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Jared Bouck is the driving force behind Sprout Board, an Arduino breakout board that lets you plug in a Duemilanove and a shield and provides a panel-mount set of screw terminals, all in a rack-mountable form factor. The prototype application for the SproutBoard is a DIY server room monitor that can be configured to provide remote temperature and humidity, motion, liquid water, smoke, room entry, and mains power monitoring. Local monitoring options include an LCD display and an audio alarm module. Jared’ll sell you the Sprout Board itself, in kit form, for $50, or a complete bare-bones server monitor with a fully assembled and tested Spout Board, an Arduino, an Ethernet Shield, a serial LCD display, a wall mount chassis, and a temperature/humidity sensor for $250, which is about 1/5th the price of a comparable commercial system.

Have you got a clever idea for an electronics kit that might be the next Sprout Board? Enter it in our ongoing Gadget Freak Design Contest! The grand prize–$1000 cash and a storefront in Makers Market–could be a great way to fund your start-up! The deadline is coming up on July 13, so get cracking!

Sean Michael Ragan

I am descended from 5,000 generations of tool-using primates. Also, I went to college and stuff. I write for MAKE, serve as Technical Editor for MAKE magazine, and develop original DIY content for Make: Projects.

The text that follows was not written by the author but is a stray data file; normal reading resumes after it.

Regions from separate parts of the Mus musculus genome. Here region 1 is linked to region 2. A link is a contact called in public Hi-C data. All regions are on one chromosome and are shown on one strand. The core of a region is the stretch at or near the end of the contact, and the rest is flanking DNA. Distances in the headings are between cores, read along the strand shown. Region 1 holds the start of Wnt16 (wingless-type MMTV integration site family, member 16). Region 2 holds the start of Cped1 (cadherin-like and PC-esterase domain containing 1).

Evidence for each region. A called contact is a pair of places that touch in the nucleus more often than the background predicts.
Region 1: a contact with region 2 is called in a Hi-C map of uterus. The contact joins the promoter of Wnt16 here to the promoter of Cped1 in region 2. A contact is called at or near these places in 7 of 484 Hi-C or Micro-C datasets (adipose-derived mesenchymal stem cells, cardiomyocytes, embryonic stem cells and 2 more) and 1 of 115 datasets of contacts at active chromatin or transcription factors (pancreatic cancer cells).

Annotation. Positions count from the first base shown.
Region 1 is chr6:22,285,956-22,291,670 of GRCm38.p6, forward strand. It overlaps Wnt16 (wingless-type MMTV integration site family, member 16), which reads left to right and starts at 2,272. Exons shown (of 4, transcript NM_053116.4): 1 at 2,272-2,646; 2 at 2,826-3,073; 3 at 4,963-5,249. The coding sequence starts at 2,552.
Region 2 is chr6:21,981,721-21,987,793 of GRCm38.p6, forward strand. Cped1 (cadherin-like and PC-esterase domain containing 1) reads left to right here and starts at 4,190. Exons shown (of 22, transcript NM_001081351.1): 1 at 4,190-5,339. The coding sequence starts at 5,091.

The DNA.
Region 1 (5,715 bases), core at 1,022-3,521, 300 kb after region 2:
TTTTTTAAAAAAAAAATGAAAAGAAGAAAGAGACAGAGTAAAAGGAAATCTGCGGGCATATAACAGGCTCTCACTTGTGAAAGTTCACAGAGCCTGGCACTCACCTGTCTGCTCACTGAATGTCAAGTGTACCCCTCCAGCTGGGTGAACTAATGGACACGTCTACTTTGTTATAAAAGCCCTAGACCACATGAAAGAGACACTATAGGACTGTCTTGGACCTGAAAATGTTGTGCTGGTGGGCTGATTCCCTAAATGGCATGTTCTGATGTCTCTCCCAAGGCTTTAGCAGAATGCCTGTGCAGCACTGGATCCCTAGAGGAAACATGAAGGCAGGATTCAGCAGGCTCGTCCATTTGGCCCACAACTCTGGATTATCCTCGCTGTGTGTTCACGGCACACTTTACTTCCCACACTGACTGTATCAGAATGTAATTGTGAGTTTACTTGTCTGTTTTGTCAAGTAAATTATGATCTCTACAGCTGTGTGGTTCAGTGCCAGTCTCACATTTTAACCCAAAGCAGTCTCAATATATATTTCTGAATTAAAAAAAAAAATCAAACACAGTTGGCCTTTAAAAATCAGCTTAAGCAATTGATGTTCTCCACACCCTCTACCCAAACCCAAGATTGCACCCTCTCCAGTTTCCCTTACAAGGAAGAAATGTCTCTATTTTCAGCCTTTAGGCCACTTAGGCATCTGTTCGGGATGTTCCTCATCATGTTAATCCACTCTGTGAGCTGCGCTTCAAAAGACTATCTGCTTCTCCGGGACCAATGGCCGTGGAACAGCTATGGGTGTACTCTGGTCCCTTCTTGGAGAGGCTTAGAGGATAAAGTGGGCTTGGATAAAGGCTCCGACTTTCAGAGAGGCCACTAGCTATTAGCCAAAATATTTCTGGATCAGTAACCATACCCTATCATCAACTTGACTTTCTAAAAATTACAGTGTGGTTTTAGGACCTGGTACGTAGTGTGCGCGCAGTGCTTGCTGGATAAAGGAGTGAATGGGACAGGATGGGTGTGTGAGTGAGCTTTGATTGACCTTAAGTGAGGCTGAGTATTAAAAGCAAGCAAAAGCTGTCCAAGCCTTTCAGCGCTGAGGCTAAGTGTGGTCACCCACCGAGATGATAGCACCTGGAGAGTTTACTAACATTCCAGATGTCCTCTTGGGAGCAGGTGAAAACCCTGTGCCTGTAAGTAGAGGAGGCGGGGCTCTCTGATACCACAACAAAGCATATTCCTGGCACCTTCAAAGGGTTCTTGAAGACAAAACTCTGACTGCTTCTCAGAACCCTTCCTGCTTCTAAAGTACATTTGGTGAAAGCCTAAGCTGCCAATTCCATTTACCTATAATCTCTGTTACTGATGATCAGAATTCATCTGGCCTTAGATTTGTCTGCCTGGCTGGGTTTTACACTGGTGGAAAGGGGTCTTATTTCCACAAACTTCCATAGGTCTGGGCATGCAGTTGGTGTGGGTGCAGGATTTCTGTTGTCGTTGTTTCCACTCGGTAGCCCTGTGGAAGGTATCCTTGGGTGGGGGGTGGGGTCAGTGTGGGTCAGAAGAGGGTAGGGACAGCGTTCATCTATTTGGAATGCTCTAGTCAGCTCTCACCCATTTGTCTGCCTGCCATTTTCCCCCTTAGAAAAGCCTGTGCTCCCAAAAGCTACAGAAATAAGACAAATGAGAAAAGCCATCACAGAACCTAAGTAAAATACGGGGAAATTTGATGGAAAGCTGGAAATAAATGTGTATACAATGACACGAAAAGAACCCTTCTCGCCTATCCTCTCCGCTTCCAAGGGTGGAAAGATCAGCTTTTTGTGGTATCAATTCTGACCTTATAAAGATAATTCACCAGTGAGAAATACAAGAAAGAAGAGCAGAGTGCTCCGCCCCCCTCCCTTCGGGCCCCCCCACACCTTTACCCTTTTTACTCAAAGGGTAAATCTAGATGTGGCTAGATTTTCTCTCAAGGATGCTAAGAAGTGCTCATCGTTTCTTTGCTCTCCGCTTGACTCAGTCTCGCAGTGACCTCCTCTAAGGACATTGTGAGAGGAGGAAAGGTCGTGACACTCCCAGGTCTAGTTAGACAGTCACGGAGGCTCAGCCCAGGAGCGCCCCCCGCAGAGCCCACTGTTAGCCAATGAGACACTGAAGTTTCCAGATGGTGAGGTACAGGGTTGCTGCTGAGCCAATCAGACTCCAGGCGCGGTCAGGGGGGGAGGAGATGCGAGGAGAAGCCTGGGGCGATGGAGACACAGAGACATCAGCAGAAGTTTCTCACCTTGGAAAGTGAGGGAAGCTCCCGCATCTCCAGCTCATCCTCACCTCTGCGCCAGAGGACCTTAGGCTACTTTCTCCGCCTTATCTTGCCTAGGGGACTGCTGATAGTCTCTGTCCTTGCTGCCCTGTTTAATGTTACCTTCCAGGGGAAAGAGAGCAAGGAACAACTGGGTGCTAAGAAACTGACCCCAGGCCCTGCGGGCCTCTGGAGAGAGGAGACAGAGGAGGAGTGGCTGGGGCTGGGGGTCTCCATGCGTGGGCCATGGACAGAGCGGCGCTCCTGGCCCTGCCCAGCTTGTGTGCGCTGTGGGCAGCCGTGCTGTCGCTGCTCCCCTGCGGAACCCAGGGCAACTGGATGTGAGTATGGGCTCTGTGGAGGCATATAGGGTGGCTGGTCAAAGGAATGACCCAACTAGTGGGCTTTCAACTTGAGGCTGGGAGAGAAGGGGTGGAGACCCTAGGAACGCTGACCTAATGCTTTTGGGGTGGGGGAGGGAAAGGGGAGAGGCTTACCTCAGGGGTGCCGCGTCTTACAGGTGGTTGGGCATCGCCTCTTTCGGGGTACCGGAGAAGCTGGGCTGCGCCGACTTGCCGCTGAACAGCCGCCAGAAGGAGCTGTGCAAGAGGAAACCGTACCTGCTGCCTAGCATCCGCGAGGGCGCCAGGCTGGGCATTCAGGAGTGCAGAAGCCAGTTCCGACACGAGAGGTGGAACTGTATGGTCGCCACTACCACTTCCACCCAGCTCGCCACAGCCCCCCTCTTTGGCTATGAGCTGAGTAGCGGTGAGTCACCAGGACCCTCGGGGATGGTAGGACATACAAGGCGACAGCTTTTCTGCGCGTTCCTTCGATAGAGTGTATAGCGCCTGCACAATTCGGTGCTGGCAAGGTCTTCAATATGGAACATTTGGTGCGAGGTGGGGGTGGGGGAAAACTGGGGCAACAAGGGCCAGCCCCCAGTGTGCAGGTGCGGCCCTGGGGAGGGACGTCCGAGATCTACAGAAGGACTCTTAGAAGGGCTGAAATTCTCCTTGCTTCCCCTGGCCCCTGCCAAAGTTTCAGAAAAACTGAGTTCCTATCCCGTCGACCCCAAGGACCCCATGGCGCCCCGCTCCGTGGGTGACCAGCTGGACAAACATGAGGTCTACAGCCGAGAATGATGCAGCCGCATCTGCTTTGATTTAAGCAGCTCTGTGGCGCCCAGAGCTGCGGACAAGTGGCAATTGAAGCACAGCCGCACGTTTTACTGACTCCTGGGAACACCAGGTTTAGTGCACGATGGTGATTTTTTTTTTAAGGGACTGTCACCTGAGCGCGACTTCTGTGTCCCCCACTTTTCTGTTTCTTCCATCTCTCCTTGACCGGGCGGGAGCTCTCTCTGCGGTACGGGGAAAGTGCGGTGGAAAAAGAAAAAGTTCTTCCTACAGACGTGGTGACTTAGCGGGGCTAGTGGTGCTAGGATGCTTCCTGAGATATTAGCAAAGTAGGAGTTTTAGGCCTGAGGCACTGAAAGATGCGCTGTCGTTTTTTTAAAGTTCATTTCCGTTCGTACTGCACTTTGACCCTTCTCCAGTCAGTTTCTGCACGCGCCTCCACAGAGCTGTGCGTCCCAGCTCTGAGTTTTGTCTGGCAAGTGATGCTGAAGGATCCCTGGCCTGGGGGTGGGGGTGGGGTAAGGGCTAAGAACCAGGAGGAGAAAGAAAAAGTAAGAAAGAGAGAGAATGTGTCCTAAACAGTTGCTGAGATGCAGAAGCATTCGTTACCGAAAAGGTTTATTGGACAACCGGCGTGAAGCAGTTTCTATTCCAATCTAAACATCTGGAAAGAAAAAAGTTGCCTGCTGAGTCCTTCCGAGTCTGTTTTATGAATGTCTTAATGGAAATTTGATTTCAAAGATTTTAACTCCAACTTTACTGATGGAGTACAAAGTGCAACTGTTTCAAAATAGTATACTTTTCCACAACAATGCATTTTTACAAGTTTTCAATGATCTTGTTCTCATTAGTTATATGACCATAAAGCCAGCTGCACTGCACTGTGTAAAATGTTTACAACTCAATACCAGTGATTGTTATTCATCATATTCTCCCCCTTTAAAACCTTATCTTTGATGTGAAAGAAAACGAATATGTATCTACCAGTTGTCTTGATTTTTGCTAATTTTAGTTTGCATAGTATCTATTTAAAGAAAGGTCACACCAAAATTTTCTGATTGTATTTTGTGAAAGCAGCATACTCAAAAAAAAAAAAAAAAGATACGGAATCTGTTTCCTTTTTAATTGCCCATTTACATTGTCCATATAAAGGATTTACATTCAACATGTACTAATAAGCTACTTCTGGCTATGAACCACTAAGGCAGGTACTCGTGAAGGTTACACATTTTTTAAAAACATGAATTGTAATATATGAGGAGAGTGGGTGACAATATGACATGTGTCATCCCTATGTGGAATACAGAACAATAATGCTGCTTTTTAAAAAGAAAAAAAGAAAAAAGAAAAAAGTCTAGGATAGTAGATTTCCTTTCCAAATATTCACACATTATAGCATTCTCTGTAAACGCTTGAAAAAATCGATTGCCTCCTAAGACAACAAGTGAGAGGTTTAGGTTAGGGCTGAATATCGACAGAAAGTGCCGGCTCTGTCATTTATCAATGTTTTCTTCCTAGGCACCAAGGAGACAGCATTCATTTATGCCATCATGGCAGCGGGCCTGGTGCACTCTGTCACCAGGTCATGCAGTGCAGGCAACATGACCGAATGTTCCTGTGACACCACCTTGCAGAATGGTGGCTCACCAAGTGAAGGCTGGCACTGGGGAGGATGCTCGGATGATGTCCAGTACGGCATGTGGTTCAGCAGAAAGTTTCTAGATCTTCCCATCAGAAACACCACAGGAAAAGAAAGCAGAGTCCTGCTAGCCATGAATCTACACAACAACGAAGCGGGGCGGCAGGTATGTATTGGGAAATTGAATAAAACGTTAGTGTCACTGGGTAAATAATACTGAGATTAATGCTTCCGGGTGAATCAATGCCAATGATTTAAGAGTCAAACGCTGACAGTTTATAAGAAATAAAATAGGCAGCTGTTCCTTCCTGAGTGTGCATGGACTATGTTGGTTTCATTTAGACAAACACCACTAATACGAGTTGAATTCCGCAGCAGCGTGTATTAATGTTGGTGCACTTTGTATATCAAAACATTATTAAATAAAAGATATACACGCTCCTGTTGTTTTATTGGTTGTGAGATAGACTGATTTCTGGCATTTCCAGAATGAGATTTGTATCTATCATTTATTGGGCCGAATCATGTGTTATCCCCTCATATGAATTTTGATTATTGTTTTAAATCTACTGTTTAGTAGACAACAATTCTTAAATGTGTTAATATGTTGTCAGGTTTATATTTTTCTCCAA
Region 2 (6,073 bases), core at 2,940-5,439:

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Comments

  1. RocketGuy says:

    I’m building a room monitor with arduino/ethernet/serial LCD etc, at work because of the absurd prices of the commercial stuff. Great minds and all that, their parts list is hauntingly familiar.

    But I was using a arduino prototype board for the connectors and was wondering how I was going to staple it to an equipment rack. (I was leaning towards using an actual pizza box, but that’s been done, so then I was considering duct tape and shapelock…)

    Dang, that’s nice! I’m probably gonna get the board and chassis, and populate it with the stuff I already have.

    -RG

    1. rahere says:

      A certain well-known Swedish knock-down furniture company with a blue-and-yellow logo produces a cubic occasional table whose legs are exactly the right distance apart for an impromptu equipment rack – your customisation comes in in the detailing. How about a steampunk shell? Or go back further to a mediaeval rack?

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